Eaton Plans Lockers For EVs
If you’ve ever owned a truck or SUV, you probably know about the importance of a locking differential. By locking the cross-axle torque split, you can move forward with one wheel off the ground, bog across mud, climb loose rocky terrain, and have clearance be your limitation rather than traction. However, electric vehicles have posed a strange problem for the locking differential. Not only do electric motors feature extremely high torque, electric drivetrains are extremely sensitive to friction. While Rivian seems to have a remarkable quad-motor solution, Automotive News reports that famed differential maker Eaton is hatching a plan to put more traditional locking differentials like its MLocker diff in electric vehicles.
Potential EV makers want the MLocker, but they need it to be lighter, more efficient and with less friction — which might sap battery range. Lubrication also is an issue. The differential normally gets a constant bath of axle lubrication — EV makers want lubrication to be sprayed on when necessary.
Honestly, I’m curious to see how spray-on differential lubrication goes. I wouldn’t be surprised if a lubricant thinner than common 80w90 and 75w140 differential oils is used, although a decrease in viscosity raises some durability concerns. Still, Eaton seems to have some very smart engineers on the case, as Mark Kramer, Eaton’s business director for ePowertrain told Automotive News.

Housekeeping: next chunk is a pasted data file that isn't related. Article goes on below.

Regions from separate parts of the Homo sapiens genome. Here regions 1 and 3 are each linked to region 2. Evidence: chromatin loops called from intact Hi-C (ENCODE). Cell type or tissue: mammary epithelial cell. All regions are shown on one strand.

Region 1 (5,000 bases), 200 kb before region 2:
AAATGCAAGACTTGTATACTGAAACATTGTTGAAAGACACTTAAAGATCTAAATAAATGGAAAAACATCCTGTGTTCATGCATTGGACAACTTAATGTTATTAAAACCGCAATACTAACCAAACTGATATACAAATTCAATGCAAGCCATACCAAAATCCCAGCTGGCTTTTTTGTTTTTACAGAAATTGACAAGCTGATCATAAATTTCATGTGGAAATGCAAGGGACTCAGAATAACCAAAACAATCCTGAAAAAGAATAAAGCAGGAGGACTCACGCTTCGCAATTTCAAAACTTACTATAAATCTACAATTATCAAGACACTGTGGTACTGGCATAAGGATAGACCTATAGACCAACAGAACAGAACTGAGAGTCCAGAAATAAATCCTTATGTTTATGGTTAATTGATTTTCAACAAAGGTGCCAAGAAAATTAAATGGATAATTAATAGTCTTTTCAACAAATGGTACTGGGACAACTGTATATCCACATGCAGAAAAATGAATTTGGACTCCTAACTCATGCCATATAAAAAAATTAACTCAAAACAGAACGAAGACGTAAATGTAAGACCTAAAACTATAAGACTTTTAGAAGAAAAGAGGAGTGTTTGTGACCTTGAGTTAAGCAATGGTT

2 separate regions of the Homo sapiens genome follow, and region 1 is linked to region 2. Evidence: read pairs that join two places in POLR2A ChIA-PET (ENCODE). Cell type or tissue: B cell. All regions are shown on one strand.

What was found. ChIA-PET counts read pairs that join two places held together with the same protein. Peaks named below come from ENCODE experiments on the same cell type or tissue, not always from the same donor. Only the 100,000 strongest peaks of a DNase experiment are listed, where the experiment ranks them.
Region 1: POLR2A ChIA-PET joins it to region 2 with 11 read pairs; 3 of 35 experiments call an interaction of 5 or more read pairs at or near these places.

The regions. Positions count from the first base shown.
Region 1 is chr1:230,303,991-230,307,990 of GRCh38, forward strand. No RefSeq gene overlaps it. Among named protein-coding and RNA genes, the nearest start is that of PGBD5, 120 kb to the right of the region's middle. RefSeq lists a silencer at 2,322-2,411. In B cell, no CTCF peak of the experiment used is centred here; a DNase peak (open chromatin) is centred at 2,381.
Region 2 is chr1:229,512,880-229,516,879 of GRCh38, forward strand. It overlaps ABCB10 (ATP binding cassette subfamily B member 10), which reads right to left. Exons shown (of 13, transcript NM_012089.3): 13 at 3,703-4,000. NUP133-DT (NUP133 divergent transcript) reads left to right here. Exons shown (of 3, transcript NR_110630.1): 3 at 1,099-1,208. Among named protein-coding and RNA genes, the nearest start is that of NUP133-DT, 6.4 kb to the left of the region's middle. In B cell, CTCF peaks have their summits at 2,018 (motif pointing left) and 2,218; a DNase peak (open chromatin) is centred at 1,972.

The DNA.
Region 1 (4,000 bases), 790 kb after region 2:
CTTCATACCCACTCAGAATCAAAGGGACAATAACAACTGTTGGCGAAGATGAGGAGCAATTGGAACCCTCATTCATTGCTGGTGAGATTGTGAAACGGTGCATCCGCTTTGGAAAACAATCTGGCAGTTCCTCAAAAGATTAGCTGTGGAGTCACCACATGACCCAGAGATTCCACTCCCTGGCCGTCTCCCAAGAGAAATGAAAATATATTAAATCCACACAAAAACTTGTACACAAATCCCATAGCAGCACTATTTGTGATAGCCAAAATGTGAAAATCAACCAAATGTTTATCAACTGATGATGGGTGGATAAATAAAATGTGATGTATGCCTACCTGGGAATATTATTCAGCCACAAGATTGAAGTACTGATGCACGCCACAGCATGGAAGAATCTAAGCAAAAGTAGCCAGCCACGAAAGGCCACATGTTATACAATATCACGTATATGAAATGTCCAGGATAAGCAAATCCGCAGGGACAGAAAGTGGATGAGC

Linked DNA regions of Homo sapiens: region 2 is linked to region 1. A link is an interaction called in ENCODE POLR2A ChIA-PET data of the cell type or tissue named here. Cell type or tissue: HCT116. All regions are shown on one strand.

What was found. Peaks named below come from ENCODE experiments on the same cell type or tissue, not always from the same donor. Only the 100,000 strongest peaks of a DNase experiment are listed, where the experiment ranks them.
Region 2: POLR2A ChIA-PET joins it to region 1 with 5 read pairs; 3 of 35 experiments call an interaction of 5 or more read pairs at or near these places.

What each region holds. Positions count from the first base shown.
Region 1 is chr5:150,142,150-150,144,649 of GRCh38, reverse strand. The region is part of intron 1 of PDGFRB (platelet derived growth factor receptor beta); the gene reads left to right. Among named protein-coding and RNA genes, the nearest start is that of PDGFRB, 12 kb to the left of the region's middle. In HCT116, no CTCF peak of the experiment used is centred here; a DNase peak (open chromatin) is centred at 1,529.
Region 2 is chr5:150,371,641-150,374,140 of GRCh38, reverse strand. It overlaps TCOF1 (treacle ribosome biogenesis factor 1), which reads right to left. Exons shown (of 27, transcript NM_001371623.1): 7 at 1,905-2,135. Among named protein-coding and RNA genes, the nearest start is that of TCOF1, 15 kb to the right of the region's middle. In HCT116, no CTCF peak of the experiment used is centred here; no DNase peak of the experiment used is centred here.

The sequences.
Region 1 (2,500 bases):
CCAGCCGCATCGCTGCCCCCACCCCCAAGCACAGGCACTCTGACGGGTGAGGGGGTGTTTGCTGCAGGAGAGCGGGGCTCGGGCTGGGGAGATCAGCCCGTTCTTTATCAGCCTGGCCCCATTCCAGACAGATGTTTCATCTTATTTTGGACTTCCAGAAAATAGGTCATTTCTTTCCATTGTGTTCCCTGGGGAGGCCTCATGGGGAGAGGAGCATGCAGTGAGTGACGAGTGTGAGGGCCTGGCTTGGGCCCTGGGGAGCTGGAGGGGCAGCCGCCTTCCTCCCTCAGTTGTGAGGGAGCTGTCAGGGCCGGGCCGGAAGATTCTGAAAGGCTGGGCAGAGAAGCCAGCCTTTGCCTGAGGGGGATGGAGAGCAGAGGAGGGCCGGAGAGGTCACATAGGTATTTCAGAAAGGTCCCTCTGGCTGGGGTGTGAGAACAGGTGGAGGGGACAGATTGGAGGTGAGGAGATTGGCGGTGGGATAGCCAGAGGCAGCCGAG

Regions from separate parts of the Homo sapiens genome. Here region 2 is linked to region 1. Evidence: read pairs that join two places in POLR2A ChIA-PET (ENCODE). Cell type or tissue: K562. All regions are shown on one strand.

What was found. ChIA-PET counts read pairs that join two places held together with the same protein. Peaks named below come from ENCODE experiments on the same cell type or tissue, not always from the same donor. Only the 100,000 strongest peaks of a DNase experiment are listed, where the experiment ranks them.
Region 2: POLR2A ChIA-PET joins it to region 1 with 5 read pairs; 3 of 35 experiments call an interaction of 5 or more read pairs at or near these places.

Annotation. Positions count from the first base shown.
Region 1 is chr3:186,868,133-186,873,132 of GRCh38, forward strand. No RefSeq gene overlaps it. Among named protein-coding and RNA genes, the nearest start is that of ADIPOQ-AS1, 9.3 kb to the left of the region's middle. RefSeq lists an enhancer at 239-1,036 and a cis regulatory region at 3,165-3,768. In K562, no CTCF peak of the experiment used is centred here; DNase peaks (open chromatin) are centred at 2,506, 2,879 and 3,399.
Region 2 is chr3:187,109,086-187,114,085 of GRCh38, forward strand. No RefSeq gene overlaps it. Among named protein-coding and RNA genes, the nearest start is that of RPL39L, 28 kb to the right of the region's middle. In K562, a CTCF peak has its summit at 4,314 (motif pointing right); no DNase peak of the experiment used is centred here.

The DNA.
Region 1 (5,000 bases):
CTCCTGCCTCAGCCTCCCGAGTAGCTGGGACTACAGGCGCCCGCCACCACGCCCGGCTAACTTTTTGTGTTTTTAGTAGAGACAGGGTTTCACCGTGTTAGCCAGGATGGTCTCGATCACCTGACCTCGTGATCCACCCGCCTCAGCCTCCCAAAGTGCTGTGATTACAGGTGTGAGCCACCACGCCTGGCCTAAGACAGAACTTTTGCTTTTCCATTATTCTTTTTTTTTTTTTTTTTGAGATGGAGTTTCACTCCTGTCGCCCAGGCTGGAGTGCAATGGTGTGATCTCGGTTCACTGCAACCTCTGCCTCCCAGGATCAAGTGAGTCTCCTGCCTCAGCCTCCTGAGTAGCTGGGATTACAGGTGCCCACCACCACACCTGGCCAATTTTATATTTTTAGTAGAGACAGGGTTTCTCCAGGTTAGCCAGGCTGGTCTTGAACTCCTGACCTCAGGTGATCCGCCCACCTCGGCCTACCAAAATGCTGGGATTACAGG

“We have a dedicated team of engineers and we have a proving ground in Michigan,” said Kramer, who at 41 is younger than the product.
“We also have a team of engineers in South Korea, a team of application engineers in China and a team in Prague that does testing,” he said. “So we have global resources dedicated to this differential product line.”
Hopefully we’ll start to see locking differentials in EVs soon. Even after new trucks make the switch from fossil fuels to electricity, we shouldn’t have to compromise on the joy of off-roading.
Whelp, time to drop the lid on this edition of The Morning Dump. Happy Monday, everyone. It’s the start of a new work week. To take your mind off of the Monday blues, how about we play a little bit of a game? Let’s say you’re given $48,043 tax-free to buy a brand new daily driver. You must use it as your primary vehicle year-round for five years. What are you buying? Honestly, this might sound a bit silly, but I think I’d go with a fully-loaded Toyota Prius Prime in the wonderful teal Toyota calls Blue Magnetism and the Moonstone faux-leather interior. I’d deck it out with rubber mats and paint protection film, then happily drive around on mostly electricity bumping tunes through the JBL audio system. Then again, you might have a much less sensible but far more entertaining pick, which is exactly why I want to hear from you.
Lead photo credit: yonkershonda, licensed under CC BY-SA 2.0